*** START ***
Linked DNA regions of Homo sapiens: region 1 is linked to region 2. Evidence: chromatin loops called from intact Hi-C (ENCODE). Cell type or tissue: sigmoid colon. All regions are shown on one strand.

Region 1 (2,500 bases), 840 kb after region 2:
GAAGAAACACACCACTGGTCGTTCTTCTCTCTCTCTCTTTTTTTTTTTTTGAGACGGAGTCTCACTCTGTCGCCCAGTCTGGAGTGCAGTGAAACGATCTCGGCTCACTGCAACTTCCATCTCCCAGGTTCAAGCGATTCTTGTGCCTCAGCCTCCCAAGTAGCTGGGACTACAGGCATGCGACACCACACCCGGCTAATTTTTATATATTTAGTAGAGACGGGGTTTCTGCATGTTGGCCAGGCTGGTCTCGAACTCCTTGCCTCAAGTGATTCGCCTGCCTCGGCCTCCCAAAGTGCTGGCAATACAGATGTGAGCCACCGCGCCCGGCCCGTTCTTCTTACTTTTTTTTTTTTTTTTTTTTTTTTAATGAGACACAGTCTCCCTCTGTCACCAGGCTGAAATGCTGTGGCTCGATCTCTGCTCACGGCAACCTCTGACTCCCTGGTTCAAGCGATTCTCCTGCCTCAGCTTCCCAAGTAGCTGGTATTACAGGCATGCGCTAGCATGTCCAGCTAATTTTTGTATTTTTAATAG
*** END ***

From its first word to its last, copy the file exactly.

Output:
Linked DNA regions of Homo sapiens: region 1 is linked to region 2. Evidence: chromatin loops called from intact Hi-C (ENCODE). Cell type or tissue: sigmoid colon. All regions are shown on one strand.

Region 1 (2,500 bases), 840 kb after region 2:
GAAGAAACACACCACTGGTCGTTCTTCTCTCTCTCTCTTTTTTTTTTTTTGAGACGGAGTCTCACTCTGTCGCCCAGTCTGGAGTGCAGTGAAACGATCTCGGCTCACTGCAACTTCCATCTCCCAGGTTCAAGCGATTCTTGTGCCTCAGCCTCCCAAGTAGCTGGGACTACAGGCATGCGACACCACACCCGGCTAATTTTTATATATTTAGTAGAGACGGGGTTTCTGCATGTTGGCCAGGCTGGTCTCGAACTCCTTGCCTCAAGTGATTCGCCTGCCTCGGCCTCCCAAAGTGCTGGCAATACAGATGTGAGCCACCGCGCCCGGCCCGTTCTTCTTACTTTTTTTTTTTTTTTTTTTTTTTTAATGAGACACAGTCTCCCTCTGTCACCAGGCTGAAATGCTGTGGCTCGATCTCTGCTCACGGCAACCTCTGACTCCCTGGTTCAAGCGATTCTCCTGCCTCAGCTTCCCAAGTAGCTGGTATTACAGGCATGCGCTAGCATGTCCAGCTAATTTTTGTATTTTTAATAG